Such an assumption may seem reasonable. However, research by behavioral scientists suggests that our predictions of future happiness are often wrong. In a survey of nearly 2,000 undergraduate students by David Schkade and Nobel laureate Daniel Kahneman, they found that students in the Midwest and California were equally satisfied with their lives, despite the fact that a majority assumed that California students would be more satisfied. The weather in California is definitely better. It’s just that good weather doesn’t make us happy.

New retirees sometimes make a similar discovery about their own happiness. Some people realize that days full of free time aren’t ideal after all. They miss the routine and camaraderie of work. So if you thought someone like you would be happier in California, you should be very careful to update your retirement plans based on what actually makes you happy.

To find out what makes you happy, you might want to try new genres or work. Many retired police officers, for example, work part-time as security guards. But they might be happier with a completely different gig that’s unrelated to their past career and the expectations and feelings that go with it. Instead, they might try, for example, tutoring students or running an Airbnb.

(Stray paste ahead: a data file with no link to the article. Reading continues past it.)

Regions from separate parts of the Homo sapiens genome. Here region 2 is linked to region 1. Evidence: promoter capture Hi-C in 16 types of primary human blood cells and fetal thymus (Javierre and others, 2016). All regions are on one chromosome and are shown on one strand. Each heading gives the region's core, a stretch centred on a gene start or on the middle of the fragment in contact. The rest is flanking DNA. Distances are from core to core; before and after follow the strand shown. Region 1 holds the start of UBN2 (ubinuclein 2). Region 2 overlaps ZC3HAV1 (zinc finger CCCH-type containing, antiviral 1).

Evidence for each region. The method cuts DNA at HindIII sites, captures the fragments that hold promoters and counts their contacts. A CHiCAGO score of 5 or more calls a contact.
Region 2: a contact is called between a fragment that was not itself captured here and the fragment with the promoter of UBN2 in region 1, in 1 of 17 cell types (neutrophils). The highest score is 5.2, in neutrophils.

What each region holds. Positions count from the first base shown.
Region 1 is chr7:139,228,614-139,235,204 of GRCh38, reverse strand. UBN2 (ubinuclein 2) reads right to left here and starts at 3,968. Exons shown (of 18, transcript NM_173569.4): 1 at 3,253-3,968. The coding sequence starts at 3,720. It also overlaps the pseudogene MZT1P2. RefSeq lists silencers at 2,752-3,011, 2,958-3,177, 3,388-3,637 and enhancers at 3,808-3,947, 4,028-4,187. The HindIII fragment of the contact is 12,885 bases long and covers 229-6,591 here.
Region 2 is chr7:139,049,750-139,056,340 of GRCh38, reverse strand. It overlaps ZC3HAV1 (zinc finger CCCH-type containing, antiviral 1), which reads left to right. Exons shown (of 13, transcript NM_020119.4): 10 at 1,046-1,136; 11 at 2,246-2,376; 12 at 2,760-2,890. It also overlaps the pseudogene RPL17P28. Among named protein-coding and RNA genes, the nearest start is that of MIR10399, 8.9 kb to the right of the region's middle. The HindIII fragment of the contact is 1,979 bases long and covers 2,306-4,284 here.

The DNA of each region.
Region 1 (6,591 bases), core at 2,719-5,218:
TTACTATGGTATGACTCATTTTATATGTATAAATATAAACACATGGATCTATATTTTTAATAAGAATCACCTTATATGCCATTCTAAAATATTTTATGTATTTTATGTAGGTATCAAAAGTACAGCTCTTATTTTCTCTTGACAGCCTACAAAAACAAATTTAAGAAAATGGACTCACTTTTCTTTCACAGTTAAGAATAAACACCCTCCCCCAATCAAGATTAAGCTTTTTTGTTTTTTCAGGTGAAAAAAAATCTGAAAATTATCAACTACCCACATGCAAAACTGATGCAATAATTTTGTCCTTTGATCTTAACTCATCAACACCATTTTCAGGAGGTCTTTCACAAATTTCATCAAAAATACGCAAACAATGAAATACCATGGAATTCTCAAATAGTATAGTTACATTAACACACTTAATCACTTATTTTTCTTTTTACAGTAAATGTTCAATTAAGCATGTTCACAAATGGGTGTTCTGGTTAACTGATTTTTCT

Taken together, these questions can help retirees think more effectively about whether to return to the workforce in some way. In the past, it was extremely difficult for people to try different types of work in retirement. They were usually limited to the type of job they had previously, based on their previous work knowledge and experience. Now retirees can experience gig-saving tasks tailored to their interests.

Of course, some retirees will continue to experience an old-fashioned retirement, in which they leave the world of work altogether. But many will benefit from taking up the work opportunities that are now available.

George Fraser, Managing Director of the Fraser Group at RBG, contributed to this article. Dr. Benartzi (@shlomobenartzi) is a professor and co-lead of the Behavioral Decision-Making Group at the UCLA Anderson School of Management and a frequent contributor to Journal Reports. Email him at reports@wsj.com.